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I live in CA, so I'd pay shipping ($5.95) and tax. If I order from PBK, I'll get dinged by my credit card company for paying in a foreign currency. The end-price probably ends up being pretty close for me. For someone outside of CA, JensonUSA probably ends up being cheaper than PBK.



PBK is based in the United Kingdom. Why would I want to send my hard-earned money overseas, incur a currency conversion charge, have to wait weeks for stuff to arrive, and then deal with potential return/support/warranty headaches when I can order from a terrific American company and have my stuff in a day or two? Just to save $1-2? That seems pretty short-sighted...
Gee, I say the same thing about US vendors.... The international marketers like PBK weren't set up for the US, they were set up for folks like me, I live in Canada, and even though the CA$ is worth more then a US$ now, and probably will be for the foreseeable future, I still see items on US websites for $49, and if I walk into the local store the same item is $99 (they used to blame it on currency values, and people would buy it when a CA$ cost US$0.67), now it's just gouging. For an item like a pedal, they are all made in China, Taiwan or Malaysia, with the possible exception of Campy, but who knows how long they will continue to manufacture in Europe.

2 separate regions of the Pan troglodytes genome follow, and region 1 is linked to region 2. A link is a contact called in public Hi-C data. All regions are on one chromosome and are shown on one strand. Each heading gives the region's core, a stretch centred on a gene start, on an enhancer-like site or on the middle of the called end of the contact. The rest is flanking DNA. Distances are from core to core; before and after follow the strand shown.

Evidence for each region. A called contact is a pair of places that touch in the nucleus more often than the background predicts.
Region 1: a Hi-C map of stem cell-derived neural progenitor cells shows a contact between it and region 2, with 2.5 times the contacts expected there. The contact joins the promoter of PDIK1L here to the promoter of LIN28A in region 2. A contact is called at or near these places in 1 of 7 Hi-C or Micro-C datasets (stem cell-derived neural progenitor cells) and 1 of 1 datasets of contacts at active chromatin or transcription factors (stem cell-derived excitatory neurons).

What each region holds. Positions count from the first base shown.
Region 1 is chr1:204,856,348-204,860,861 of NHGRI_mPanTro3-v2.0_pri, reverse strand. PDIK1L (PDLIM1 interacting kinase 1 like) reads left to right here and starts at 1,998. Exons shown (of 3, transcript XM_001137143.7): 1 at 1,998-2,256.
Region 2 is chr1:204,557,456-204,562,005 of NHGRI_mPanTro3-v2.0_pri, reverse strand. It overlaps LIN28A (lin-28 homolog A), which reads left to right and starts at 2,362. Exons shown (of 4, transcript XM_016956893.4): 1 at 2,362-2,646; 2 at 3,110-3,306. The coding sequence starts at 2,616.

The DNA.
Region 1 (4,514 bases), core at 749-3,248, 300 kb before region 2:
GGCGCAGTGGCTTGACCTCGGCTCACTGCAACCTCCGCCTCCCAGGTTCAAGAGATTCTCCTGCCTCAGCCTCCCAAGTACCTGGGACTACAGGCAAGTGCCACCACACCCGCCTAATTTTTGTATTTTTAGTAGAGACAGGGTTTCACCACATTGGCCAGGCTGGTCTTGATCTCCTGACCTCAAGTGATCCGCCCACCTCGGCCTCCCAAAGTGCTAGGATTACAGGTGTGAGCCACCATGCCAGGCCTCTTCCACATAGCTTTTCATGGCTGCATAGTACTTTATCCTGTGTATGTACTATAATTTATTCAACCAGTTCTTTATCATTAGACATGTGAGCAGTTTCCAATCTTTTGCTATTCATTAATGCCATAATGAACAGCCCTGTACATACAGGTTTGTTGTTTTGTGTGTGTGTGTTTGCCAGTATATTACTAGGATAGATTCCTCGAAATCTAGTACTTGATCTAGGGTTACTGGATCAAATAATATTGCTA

If they are shipping through the post office and I can get it cleared for $5 then it doesn't take a person with a doctorate in accounting to tell that it's going to work out lots cheaper.
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Old 03-03-11, 07:31 PM   #16
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I think a clipless newbie might have trouble with the Eggbeater, due to the release angle.
Word. My first attempt at clipless was with a pair of Candy pedals. (It's basically an eggbeater w/ a small platform.) Couldn't clip out to save my life. (Bad right knee.) They're sitting in a box in the garage somewhere. Like my Shimano pedals much better.
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Old 03-03-11, 08:17 PM   #17
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Best prices I've seen for Shimano pedals have consistently been at Ribble. Under $25 for M520s, and under $50 for 105s: